But, you'll eat good. Smile

~michael
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Mike Walton
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If you're serious about considering starting a restaurant, then start waiting tables. I worked as a server at a real nice, high end food brew pub/restaurant in Cleveland and met another server who was changing jobs every 18 months to learn about food, then wine, etc.

He worked at an old place named Sammies in the flats to learn about fish (high end fish), then switched to learn about a certain style of food, then worked at this brew pub to learn something else, etc. etc. His goal was to eventually open a restaurant but he was busy learning the business from the front lines, which is a great place to test the waters and for you, see if you like the pace and the feel. You may love it or, you may decide to do something else. Either way, the tips are great once you get into a good place and it's good to know you can always fall back on that in any situation.
Magicmaven
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I think the most important thing you should do is, figure out how to schedule in a meditation and relaxation period in the day. Smile
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calexa
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Quote:
On 2005-05-14 17:25, Michael Baker wrote:
Been there, done that. Before I went full-time magic, my Dad and I co-owned a restaurant. I ran the back end, he ran the front end. We had one of the top places in town. Make money? barely. Work hard? Not unless you consider hard work being onsite by 6:30-7:00 am to meet the produce deliveries, open up, coordinate the prep staff for the day, make sure all your staff plans to be there that day, write up the daily specials menus, make a liquor run, make a special run for any delivery items that are unavailable through usual sources, make sure the banks are counted, bars are stocked, tables are set, back-up serviceware is ready, food is being prepped, tea & coffee are made, ice machine hasn't conked out during the night, take reservations, scramble to cover the setup duties of a waiter who's car won't start, fire an employee for drugs, get an application for someone, meet with a vendor, meet with an anal-retentive mother of a bride who is planning a wedding reception, make sure things are ready for that catering job tomorrow, greet the first customers of the day at 11:00 am, realize that you only have 14 hours to go until the bar finally closes at night, and clean up really starts. You'll be operating on a profit margin of generally less than 5%, watching your kid's college tuition hit the floor when a waiter drops a tray or go up in flames because of a lazy cook... all this in a market where the mortality rate of the business is higher than that of a fire ant hill when I hit it with my lawnmower. You will, in no uncertain terms, marry the restaurant.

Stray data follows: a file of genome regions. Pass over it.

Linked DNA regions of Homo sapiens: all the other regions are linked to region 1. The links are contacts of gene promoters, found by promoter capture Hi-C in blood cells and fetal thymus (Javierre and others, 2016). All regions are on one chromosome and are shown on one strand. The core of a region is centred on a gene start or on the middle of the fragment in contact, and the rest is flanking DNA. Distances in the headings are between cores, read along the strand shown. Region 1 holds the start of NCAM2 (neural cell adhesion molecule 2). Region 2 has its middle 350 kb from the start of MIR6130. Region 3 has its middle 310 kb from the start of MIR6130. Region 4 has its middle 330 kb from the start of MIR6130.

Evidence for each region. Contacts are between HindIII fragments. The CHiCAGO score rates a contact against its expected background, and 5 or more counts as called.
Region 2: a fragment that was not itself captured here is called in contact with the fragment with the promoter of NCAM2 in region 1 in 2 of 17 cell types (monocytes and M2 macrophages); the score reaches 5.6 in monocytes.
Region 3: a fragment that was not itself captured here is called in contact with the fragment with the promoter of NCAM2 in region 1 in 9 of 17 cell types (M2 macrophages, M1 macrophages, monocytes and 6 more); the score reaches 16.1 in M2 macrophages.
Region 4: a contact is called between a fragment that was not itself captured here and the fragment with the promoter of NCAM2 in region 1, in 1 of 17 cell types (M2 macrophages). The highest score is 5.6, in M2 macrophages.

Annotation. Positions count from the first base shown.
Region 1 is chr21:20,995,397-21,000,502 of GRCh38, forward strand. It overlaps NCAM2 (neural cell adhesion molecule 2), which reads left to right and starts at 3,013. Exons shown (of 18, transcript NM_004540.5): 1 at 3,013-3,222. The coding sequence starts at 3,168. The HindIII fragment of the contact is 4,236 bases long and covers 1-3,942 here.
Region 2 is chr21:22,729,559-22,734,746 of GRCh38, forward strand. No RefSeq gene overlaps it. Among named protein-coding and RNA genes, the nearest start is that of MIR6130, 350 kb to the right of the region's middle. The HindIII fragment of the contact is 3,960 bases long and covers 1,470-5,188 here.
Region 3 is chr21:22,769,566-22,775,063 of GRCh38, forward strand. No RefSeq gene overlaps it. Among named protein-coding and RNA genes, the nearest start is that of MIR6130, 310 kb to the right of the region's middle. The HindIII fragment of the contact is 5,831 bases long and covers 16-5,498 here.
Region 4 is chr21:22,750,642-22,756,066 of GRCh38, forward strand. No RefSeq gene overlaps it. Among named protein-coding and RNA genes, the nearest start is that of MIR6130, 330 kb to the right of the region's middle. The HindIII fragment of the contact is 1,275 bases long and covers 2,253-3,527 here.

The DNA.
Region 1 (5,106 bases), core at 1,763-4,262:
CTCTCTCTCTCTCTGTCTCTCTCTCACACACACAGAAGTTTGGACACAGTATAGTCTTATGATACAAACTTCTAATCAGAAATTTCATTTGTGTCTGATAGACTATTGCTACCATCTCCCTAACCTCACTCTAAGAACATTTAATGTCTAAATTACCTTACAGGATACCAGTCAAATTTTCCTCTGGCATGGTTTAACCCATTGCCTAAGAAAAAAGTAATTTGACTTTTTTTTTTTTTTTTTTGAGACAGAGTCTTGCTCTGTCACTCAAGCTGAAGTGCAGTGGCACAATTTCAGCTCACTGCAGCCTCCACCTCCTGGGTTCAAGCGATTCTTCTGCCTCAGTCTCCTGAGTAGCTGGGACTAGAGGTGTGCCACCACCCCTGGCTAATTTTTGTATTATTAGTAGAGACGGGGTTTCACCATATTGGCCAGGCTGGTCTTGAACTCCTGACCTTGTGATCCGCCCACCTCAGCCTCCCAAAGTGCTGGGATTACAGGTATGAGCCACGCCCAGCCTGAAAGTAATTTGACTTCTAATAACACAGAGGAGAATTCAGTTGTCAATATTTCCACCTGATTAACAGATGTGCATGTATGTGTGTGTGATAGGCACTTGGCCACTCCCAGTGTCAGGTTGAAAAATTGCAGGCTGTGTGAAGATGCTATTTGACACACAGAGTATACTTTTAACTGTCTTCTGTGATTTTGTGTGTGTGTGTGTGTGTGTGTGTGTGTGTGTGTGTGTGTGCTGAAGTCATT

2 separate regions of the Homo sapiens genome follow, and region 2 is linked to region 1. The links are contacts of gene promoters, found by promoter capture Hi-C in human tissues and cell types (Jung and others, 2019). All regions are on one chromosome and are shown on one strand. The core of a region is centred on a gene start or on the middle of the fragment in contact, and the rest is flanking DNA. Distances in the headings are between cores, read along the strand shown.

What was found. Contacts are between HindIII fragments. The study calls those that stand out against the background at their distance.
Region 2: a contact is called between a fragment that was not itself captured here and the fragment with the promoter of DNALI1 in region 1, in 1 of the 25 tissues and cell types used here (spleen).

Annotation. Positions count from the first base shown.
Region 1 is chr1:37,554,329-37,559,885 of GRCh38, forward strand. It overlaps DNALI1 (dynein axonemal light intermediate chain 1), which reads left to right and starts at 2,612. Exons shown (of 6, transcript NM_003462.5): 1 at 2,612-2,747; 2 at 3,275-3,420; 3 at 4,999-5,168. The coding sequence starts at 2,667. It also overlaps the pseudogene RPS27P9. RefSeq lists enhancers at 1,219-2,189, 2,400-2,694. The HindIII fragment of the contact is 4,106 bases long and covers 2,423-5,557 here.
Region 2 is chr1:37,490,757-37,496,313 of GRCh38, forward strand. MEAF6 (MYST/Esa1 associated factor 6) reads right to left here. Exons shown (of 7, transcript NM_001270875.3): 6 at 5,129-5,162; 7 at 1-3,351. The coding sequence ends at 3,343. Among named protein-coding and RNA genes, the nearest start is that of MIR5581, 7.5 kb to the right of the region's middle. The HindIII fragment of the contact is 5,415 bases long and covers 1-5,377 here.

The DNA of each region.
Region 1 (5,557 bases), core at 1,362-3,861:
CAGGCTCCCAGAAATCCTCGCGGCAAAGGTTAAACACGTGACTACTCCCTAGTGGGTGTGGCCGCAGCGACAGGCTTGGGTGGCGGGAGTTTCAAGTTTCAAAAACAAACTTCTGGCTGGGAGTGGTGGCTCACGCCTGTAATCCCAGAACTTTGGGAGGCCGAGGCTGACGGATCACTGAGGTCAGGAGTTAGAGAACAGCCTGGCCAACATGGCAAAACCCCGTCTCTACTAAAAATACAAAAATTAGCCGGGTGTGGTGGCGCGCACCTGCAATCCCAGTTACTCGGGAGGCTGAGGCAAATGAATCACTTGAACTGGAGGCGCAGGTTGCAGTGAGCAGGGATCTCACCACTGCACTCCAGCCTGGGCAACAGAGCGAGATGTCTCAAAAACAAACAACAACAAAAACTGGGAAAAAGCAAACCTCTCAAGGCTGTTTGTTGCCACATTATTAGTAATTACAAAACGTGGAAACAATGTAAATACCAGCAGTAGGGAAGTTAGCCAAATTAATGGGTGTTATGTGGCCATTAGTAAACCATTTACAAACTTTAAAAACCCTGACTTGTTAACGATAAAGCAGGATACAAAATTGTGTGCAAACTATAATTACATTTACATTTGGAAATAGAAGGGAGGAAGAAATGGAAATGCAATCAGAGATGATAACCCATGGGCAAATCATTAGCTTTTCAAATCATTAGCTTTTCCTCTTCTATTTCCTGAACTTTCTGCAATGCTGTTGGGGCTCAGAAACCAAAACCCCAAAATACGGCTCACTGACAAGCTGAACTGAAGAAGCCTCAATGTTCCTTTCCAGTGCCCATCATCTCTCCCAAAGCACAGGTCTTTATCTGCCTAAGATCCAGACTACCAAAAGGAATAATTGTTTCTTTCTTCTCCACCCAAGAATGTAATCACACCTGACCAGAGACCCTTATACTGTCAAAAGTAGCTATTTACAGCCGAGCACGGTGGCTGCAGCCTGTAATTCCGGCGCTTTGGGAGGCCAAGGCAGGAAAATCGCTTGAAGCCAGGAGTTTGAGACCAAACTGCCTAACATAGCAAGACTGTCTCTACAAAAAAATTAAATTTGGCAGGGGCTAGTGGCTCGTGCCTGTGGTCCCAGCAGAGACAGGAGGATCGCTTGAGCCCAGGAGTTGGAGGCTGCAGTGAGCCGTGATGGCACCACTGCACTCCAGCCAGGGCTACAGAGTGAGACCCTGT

But, you'll eat good. Smile

~michael

Oh my God!

Magixx
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Peter Marucci
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Magixx writes: "Oh my God!"

. . . And that's just the "upside" of it! <G>
Michael Baker
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Quote:
On 2005-05-15 06:38, Peter Marucci wrote:
Magixx writes: "Oh my god!"

. . . And that's just the "upside" of it! <G>



Ha-ha!!! No kidding!!! That's just a tiny part of an average day. Just wait until the health inspector decides to show up an hour into the rush!!!

Just wait until the kitchen hood decides to flame up and the dry chemical extinguisher blows, and in a nano-second, everything that oxygen can touch is covered with white powder.

Just wait until some customer lets a stray cat in the front door.

Just wait until a drunk goes berzerk, and smashes half of everything.

Just wait until two cars collide in your parking lot.

Want more???

Stick to magic. By comparison, it'll seem like income undiluted by labor.

~michael
~michael baker
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dherberg
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Yep,

I guess that hire yourself to a restaurant gives more profit.

I own a restaurant, and I want to entertain a bit. That's why I bought a whole lot of magic.

One problem, I work so hard/much in the restaurant that I don't find the time to practice.

I really don't want to discourage people going into the restaurant business, but take it slow and start little. As soon as you need a lot of staff you'll get the worries Smile


Coen
Rupert Bair
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Get a magic themed bar, no food!
Matt
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I can’t say you guys are not telling the truth since some of you owned restaurants and it is “hard work”. However, what you guys are saying is one thing and of course there is another thing out there, I know a man who started with one family style restaurant and now has ten, he doesn't even go to all everyday, he has made money that his grand children can live all their live without having to work. AND of course he has great live, this is due to the success, my point is, there is a chance of success and making really good money from food and drink, hey become a chef first and go for it.
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ImpromptuBoy
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Quote:
On 2005-05-15 12:56, magic_matt wrote:
Get a magic themed bar, no food!
Matt


COOL! But I think there should be a little food at least.
Rupert Bair
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I work in a magic themed resturant in Spain, and they only do the one meal.

Matt